Report highlights failings during plane's evacuation
A report into an emergency on a plane after it landed in Belfast has highlighted room for improvement in the crew’s handling of the situation.
A number of procedural failings were highlighted in a report by the Air Accident Investigation Branch into the evacuation of an aircraft at Belfast International Airport on January 6, 2011.
An easyJet flight from Liverpool with 46 passengers had to be evacuated after smoke was spotted in the cabin after it landed.
The passengers left the plane using the emergency slides but the airline said at no time was safety on board ever compromised despite the emergency, though one suffered minor injuries.
In an investigation by air accident authorities, they called for the airline to introduce a new briefing format to staff after they noted a number of “procedural failings” in the crew’s operation of the evacuation.
They also mentioned a few issues at the airport which could be improved given a repeat of the situation.
In an evaluation by the UK Air Accidents Investigation Branch (AAIB), it noted that the cabin manager had failed to activate the evacuation alarm.
Its bulletin on the emergency added that while the co-pilot had made a Mayday call, he had failed to re-select the transmit switch from the cabin system, meaning the call was not transmitted to Air Traffic Control. The bulletin reported that when the cabin manager initiated the evacuation by opening the cabin doors “the engines were still running which could have posed a significant hazard to passengers who have left the aircraft”.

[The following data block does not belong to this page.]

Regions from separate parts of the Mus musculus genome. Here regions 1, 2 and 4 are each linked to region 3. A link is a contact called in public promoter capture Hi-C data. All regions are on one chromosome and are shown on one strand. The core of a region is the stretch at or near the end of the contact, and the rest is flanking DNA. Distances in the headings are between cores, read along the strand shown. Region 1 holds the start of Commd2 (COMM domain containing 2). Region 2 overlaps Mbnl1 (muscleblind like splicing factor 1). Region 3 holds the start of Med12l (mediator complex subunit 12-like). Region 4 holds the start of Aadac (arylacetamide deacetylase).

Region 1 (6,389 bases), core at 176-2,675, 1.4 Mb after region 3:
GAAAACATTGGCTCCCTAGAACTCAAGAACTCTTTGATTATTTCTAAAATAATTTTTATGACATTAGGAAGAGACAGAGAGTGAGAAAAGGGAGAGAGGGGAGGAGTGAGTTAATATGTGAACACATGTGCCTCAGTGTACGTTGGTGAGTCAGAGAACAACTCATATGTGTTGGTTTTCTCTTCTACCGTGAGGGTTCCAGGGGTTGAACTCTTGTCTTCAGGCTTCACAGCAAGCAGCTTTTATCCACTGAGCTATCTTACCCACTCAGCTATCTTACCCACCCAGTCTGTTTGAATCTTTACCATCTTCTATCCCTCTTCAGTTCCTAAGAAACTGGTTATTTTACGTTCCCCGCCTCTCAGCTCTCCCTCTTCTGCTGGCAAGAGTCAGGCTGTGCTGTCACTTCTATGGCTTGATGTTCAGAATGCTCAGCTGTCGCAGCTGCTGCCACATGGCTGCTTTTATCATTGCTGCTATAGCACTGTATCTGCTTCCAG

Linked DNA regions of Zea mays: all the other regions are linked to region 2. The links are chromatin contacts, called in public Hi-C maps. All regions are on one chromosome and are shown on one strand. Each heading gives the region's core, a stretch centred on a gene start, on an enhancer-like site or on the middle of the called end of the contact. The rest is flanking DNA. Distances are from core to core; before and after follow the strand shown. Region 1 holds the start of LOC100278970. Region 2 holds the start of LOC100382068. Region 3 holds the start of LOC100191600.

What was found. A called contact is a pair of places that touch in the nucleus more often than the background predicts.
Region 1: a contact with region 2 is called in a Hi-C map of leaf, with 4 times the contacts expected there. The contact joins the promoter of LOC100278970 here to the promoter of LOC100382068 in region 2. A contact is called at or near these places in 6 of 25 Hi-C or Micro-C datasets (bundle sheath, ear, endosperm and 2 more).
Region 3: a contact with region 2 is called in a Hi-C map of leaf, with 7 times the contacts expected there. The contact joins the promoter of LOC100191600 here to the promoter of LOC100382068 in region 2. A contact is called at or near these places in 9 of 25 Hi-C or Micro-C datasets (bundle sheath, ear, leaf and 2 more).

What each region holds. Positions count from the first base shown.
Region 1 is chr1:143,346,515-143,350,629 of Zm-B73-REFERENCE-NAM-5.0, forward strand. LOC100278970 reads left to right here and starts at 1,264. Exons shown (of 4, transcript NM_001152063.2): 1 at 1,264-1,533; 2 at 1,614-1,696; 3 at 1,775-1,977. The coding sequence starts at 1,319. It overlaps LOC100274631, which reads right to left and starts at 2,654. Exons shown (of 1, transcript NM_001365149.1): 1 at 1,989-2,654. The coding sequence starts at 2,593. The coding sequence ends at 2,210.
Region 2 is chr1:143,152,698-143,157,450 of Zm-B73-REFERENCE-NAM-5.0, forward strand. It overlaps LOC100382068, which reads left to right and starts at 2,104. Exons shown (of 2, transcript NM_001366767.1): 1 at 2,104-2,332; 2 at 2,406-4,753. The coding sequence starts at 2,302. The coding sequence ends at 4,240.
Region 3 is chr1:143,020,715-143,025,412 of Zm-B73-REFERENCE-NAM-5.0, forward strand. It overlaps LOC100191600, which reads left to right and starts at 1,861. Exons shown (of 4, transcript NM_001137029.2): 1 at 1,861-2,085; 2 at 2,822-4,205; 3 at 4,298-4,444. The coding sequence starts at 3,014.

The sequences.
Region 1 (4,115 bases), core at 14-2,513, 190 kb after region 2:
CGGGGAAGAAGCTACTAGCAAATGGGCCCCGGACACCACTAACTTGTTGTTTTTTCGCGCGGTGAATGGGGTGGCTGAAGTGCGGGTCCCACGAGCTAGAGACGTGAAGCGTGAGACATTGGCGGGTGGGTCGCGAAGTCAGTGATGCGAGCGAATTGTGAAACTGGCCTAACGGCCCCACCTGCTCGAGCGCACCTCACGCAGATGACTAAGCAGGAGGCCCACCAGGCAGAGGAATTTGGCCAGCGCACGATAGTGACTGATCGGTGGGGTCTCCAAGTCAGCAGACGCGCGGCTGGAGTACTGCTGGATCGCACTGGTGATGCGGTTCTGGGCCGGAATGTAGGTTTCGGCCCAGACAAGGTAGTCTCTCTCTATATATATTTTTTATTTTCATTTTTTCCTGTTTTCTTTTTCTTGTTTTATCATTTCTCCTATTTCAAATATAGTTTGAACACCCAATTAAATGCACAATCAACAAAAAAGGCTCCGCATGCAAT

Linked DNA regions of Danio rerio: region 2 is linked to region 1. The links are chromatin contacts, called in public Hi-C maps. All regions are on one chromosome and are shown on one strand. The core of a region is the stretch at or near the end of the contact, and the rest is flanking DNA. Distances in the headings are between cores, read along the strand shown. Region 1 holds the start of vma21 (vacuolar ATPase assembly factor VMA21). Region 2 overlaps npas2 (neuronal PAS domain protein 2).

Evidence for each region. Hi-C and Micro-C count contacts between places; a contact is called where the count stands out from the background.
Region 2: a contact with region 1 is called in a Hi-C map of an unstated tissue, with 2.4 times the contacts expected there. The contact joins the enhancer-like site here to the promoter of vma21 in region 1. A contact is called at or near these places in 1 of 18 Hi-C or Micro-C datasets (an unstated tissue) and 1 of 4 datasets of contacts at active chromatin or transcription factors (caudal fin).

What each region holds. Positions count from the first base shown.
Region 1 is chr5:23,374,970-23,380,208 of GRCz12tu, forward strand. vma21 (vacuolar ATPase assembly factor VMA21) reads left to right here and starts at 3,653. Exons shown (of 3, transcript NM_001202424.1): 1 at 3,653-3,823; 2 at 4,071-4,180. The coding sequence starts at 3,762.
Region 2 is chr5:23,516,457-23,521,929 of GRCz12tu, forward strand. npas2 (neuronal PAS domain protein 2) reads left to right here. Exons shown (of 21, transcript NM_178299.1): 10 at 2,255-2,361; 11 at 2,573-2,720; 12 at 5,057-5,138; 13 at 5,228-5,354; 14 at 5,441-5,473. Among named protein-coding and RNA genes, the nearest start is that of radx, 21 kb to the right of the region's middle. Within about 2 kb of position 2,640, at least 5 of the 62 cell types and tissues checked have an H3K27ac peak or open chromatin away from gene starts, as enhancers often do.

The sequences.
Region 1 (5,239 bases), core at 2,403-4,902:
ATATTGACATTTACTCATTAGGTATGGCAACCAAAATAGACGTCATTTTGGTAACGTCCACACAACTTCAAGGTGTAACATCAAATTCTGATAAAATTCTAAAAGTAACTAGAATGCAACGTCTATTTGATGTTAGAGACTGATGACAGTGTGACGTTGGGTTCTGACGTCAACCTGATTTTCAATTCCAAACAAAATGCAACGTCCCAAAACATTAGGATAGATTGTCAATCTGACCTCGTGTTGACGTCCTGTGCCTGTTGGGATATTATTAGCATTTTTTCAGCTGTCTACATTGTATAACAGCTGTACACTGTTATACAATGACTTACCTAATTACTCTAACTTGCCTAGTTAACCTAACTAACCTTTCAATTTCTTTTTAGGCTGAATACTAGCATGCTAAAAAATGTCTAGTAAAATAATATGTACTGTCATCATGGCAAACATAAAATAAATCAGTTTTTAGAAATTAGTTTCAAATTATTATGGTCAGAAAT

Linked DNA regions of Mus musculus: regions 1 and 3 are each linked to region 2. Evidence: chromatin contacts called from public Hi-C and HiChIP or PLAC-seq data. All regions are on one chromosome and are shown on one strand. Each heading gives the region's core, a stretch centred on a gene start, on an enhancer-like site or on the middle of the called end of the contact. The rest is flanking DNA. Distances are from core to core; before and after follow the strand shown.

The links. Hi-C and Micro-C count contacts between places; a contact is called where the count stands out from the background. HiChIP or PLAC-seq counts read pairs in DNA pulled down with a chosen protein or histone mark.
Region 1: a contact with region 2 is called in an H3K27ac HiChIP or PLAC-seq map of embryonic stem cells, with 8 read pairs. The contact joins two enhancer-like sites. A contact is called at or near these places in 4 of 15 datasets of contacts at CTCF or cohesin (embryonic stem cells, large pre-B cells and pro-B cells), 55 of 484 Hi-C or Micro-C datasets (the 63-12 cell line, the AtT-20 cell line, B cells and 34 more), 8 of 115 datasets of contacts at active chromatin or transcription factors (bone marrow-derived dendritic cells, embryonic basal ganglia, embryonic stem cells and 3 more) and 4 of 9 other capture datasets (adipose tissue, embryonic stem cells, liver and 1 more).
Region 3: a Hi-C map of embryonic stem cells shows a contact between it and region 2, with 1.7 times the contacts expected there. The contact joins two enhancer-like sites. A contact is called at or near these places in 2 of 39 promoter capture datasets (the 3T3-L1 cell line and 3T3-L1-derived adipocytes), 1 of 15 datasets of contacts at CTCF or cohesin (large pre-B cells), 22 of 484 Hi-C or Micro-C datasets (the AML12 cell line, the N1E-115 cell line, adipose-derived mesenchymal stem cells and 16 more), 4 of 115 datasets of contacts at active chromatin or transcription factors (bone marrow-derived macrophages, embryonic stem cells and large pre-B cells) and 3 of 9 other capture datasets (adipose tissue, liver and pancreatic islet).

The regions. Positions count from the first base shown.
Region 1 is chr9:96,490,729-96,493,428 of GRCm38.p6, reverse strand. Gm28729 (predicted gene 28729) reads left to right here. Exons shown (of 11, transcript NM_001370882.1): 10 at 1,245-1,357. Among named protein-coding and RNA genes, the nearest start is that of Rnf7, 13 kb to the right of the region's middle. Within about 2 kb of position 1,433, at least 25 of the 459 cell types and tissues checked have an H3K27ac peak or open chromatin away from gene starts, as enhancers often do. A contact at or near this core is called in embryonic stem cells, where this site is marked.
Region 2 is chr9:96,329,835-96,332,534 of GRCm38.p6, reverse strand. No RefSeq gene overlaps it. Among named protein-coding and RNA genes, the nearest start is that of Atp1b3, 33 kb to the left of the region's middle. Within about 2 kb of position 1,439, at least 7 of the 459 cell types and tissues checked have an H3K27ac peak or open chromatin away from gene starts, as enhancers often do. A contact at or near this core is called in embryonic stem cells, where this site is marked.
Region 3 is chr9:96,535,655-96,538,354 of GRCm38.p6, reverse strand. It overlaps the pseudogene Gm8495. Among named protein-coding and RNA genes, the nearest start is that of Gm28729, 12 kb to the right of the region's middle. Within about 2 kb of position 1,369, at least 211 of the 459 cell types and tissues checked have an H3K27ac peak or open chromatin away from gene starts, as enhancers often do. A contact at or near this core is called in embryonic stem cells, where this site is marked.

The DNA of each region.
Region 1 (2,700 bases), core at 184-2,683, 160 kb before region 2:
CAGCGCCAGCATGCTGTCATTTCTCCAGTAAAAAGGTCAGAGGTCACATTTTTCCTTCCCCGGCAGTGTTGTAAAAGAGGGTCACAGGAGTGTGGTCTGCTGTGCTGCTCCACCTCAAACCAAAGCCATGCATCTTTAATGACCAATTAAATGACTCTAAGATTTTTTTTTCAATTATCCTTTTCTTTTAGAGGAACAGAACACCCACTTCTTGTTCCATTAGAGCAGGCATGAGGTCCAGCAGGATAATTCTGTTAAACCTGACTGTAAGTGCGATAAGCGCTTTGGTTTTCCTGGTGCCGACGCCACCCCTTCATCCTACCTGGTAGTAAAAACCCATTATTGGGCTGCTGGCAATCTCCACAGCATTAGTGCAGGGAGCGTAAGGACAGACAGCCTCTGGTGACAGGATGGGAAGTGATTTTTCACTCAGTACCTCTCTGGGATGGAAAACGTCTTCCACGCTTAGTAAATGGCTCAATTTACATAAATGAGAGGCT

The report noted that the commander did shut off the engines when he heard the doors open, before the passengers vacated.
EasyJet stressed no passengers had been evacuated while the engines were still running or while the aircraft was moving. “The safety and security of its passengers and crew is easyJet's highest priority. At no point during this incident was the safety of passengers and crew compromised. EasyJet meets and often exceeds all current safety standards.”
The budget airline added that, as a result of the emergency, it had worked closely with the UK AAIB and had launched an internal investigation.
“Our investigation found that the aircraft was evacuated quickly, efficiently and safely by easyJet's highly trained crew. It also made a number of recommendations to improve procedures still further, all of which were adopted early 2011. The AAIB was satisfied with the action taken by easyJet and made no further recommendations.”
Belfast International Airport welcomed the “thorough” report, saying that all recommendations “have been implemented in full” with most of 16 compiled as a result of its “own thorough review”.